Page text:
Let’s see if it happens now, then we’ll (maybe) show concern…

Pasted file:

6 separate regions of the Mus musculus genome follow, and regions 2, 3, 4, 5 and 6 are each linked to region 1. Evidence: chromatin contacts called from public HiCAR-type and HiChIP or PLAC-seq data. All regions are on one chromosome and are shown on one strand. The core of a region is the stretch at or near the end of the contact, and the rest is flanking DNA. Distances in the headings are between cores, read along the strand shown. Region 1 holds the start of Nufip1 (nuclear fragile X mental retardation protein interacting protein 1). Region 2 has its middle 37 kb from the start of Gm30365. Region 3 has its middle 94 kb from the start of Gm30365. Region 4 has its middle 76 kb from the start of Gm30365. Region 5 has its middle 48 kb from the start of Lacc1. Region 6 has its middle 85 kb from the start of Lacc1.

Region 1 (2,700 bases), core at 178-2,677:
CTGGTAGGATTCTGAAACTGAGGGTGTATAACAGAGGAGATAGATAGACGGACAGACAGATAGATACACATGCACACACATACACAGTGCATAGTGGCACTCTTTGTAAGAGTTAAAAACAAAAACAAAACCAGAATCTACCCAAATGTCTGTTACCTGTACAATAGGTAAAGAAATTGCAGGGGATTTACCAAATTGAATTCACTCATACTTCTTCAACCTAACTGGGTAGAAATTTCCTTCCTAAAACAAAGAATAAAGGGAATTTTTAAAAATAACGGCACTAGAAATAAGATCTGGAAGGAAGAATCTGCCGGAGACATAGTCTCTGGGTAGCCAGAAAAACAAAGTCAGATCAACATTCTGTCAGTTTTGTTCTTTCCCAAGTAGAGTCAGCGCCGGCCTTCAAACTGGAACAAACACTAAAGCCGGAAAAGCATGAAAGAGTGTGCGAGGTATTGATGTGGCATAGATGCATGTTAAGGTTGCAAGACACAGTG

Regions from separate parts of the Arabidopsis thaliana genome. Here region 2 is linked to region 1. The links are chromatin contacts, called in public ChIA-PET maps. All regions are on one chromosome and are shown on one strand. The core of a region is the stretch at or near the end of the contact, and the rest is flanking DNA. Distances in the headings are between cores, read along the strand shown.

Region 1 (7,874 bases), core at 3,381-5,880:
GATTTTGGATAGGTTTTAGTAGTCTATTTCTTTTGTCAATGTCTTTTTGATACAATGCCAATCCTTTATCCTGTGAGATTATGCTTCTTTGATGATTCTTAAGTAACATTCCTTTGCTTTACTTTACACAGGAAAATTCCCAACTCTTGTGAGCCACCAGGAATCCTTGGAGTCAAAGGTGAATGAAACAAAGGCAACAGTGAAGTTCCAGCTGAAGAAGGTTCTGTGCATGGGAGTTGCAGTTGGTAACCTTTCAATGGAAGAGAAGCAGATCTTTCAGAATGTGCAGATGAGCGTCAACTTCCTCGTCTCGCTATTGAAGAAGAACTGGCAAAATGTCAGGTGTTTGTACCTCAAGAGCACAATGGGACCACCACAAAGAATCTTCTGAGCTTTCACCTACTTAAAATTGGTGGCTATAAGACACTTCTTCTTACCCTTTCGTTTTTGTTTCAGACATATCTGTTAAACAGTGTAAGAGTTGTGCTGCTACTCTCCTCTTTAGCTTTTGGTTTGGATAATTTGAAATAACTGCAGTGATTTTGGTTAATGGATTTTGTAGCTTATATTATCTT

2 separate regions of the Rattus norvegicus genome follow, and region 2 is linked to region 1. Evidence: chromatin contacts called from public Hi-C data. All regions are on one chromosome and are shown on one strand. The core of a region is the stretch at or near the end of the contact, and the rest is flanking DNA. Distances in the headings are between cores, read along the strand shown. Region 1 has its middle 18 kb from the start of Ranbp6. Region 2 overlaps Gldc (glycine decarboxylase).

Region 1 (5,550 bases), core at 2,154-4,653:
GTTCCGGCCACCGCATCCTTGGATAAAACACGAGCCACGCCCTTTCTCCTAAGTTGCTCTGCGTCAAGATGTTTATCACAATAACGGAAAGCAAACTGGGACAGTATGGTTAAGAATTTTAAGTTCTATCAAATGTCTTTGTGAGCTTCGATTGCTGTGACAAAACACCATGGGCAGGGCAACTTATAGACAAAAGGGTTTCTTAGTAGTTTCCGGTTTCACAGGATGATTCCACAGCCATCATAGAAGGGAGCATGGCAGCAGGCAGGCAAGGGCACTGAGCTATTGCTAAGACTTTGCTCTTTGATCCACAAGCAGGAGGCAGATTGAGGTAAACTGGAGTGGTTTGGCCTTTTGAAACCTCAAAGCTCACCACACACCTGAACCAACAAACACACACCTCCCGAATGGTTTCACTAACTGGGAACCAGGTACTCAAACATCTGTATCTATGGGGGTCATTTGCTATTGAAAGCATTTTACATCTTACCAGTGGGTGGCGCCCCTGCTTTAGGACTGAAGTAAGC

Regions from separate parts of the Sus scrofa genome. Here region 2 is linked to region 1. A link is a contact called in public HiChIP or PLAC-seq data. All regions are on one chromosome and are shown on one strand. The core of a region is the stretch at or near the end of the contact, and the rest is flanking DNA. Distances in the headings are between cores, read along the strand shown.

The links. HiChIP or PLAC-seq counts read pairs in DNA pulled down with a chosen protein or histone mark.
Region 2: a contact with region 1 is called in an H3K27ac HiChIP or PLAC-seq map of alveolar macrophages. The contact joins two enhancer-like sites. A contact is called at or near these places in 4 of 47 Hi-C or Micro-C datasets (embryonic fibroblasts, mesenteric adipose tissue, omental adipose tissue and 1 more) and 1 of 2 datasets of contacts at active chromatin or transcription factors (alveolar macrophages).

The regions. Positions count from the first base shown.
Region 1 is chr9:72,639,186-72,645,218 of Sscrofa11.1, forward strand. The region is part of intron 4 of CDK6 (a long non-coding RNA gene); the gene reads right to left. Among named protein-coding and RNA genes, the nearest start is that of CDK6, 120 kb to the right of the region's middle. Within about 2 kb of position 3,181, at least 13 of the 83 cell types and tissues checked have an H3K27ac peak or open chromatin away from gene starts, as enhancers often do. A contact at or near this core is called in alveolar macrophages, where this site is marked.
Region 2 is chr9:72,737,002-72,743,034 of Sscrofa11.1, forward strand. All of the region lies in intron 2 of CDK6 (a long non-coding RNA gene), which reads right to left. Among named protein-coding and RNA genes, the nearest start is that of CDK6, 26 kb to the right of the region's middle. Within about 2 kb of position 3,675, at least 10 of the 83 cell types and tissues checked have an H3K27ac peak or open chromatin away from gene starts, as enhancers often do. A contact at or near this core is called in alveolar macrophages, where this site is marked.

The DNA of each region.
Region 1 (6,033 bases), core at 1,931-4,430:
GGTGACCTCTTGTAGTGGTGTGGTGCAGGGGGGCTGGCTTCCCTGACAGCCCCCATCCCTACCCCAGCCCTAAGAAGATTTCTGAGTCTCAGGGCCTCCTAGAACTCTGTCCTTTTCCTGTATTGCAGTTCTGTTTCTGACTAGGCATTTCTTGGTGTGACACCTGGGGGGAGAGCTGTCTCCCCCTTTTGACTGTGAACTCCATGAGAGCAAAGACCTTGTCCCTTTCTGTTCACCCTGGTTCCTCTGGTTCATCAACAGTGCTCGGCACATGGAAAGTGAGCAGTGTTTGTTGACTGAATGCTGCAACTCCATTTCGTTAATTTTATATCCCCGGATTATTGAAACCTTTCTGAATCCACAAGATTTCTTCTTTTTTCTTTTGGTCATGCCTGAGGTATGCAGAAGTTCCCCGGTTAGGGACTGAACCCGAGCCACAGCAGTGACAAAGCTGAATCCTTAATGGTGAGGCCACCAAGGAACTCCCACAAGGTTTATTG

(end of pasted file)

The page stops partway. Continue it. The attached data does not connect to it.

2. It’s an interesting story. Back many eons ago (during the disastrous Blair/ Brown regime) I worked at a multiracial workplace, where probably 10 – 15% of the workforce were Black, mainly from West Africa or The West Indies. Interestingly one of my most vivid memories was of one 6 foot 8 guy from Ghana needing five men to restrain him when he happened to see a Nigerian colleague out of uniform walking across to the office. After he had been calmed down I went over to speak to him and asked him what was the issue. Apparently the Nigerian had been one of the laziest, most bone idle employees who had ever set foot on the site (a view confirmed by every other employee of colour) and had deliberately asked younger black employees to ‘back up’ his depictions of the management as ‘institutionally racist’ (this was just after Macpherson) in order to support his case in a pending employment tribunal. Two of those employees were my Ghanaian colleagues younger twin brothers, so he was naturally horrified that they were being asked to lie to help this guy ‘play the race card’. As he pointed out, none of his colleagues (And this was a warehouse so hardly a PC hotbed) were racist – he was well paid and treated very fairly by the management and was damned if one idle bastard would ‘f£$% it up’ for everyone else. Sadly the media tends only to be interested in the ‘idle bastards’ who are playing that race card rather than the vast majority of people who find their behaviour utterly contemptible. It’s an experience that as a young, impressionable graduate had a profound impact on me. I have always tried to treat people as individuals as a result, regardless of skin colour. That’s an attitude I’d encourage anyone to take. Not one you’ll see encouraged in the Guardian, obviously….